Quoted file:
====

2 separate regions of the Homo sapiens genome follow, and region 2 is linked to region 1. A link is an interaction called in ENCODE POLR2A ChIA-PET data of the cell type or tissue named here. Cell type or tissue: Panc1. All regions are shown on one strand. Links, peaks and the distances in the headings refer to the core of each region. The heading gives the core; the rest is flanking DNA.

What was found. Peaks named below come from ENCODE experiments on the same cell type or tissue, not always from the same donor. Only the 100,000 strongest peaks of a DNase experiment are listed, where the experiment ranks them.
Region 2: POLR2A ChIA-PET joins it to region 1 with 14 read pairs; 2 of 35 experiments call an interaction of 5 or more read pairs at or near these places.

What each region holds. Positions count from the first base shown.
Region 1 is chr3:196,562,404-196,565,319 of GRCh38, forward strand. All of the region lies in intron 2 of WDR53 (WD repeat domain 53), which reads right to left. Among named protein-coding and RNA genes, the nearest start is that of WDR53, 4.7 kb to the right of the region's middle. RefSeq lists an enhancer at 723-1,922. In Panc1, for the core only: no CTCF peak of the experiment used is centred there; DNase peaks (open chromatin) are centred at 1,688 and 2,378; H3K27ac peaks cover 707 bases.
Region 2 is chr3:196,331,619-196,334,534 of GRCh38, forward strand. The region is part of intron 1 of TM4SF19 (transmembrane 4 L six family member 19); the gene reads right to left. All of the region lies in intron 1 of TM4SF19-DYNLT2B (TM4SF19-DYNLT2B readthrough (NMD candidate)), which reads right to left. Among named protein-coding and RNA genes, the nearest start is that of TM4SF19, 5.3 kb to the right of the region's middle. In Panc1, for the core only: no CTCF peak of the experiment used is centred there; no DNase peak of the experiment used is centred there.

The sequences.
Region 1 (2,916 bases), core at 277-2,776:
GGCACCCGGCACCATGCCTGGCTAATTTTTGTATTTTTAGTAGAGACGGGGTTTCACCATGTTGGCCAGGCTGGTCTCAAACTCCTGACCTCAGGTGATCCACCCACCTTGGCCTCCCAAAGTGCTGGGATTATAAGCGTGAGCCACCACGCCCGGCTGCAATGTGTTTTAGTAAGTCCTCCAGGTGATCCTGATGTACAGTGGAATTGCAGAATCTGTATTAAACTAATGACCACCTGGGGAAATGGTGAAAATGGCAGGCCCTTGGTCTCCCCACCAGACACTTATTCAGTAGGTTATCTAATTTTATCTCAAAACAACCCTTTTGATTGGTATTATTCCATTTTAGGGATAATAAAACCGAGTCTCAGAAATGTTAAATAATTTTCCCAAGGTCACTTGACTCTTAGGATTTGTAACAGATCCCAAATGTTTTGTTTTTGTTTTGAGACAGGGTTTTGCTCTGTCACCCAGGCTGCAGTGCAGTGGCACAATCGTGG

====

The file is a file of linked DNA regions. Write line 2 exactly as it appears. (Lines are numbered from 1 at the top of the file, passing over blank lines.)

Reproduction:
What was found. Peaks named below come from ENCODE experiments on the same cell type or tissue, not always from the same donor. Only the 100,000 strongest peaks of a DNase experiment are listed, where the experiment ranks them.